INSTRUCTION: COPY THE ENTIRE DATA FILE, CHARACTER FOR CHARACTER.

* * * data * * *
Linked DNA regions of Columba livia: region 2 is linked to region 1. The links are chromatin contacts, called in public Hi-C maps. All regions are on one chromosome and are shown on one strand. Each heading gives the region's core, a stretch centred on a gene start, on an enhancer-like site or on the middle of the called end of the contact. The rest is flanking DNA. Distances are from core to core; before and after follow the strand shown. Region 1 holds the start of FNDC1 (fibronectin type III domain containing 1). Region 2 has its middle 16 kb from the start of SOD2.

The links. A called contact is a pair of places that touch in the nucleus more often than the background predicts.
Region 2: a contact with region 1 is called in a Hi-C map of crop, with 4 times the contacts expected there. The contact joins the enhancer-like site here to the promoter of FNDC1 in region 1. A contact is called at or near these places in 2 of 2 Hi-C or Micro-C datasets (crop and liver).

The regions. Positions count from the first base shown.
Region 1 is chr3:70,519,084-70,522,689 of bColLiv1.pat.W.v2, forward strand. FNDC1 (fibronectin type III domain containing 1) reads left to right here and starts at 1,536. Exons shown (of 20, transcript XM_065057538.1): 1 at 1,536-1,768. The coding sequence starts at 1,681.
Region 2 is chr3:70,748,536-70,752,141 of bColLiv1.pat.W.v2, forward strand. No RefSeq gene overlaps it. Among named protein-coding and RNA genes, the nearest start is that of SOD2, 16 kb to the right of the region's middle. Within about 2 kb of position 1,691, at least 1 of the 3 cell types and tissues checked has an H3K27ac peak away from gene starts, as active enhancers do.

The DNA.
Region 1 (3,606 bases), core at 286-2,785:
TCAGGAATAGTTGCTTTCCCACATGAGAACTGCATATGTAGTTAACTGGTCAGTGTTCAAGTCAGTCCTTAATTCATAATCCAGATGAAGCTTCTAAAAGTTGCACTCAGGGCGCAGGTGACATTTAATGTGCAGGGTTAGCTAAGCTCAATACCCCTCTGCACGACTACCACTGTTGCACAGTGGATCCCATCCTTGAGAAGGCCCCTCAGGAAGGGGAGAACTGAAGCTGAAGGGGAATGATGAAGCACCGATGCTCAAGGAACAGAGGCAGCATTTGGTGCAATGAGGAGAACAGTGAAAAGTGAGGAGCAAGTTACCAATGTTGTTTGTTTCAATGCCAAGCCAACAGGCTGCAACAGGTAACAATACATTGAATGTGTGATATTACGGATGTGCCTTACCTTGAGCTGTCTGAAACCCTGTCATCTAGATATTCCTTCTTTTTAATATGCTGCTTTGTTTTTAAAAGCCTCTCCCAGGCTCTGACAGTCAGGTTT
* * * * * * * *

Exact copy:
Linked DNA regions of Columba livia: region 2 is linked to region 1. The links are chromatin contacts, called in public Hi-C maps. All regions are on one chromosome and are shown on one strand. Each heading gives the region's core, a stretch centred on a gene start, on an enhancer-like site or on the middle of the called end of the contact. The rest is flanking DNA. Distances are from core to core; before and after follow the strand shown. Region 1 holds the start of FNDC1 (fibronectin type III domain containing 1). Region 2 has its middle 16 kb from the start of SOD2.

The links. A called contact is a pair of places that touch in the nucleus more often than the background predicts.
Region 2: a contact with region 1 is called in a Hi-C map of crop, with 4 times the contacts expected there. The contact joins the enhancer-like site here to the promoter of FNDC1 in region 1. A contact is called at or near these places in 2 of 2 Hi-C or Micro-C datasets (crop and liver).

The regions. Positions count from the first base shown.
Region 1 is chr3:70,519,084-70,522,689 of bColLiv1.pat.W.v2, forward strand. FNDC1 (fibronectin type III domain containing 1) reads left to right here and starts at 1,536. Exons shown (of 20, transcript XM_065057538.1): 1 at 1,536-1,768. The coding sequence starts at 1,681.
Region 2 is chr3:70,748,536-70,752,141 of bColLiv1.pat.W.v2, forward strand. No RefSeq gene overlaps it. Among named protein-coding and RNA genes, the nearest start is that of SOD2, 16 kb to the right of the region's middle. Within about 2 kb of position 1,691, at least 1 of the 3 cell types and tissues checked has an H3K27ac peak away from gene starts, as active enhancers do.

The DNA.
Region 1 (3,606 bases), core at 286-2,785:
TCAGGAATAGTTGCTTTCCCACATGAGAACTGCATATGTAGTTAACTGGTCAGTGTTCAAGTCAGTCCTTAATTCATAATCCAGATGAAGCTTCTAAAAGTTGCACTCAGGGCGCAGGTGACATTTAATGTGCAGGGTTAGCTAAGCTCAATACCCCTCTGCACGACTACCACTGTTGCACAGTGGATCCCATCCTTGAGAAGGCCCCTCAGGAAGGGGAGAACTGAAGCTGAAGGGGAATGATGAAGCACCGATGCTCAAGGAACAGAGGCAGCATTTGGTGCAATGAGGAGAACAGTGAAAAGTGAGGAGCAAGTTACCAATGTTGTTTGTTTCAATGCCAAGCCAACAGGCTGCAACAGGTAACAATACATTGAATGTGTGATATTACGGATGTGCCTTACCTTGAGCTGTCTGAAACCCTGTCATCTAGATATTCCTTCTTTTTAATATGCTGCTTTGTTTTTAAAAGCCTCTCCCAGGCTCTGACAGTCAGGTTT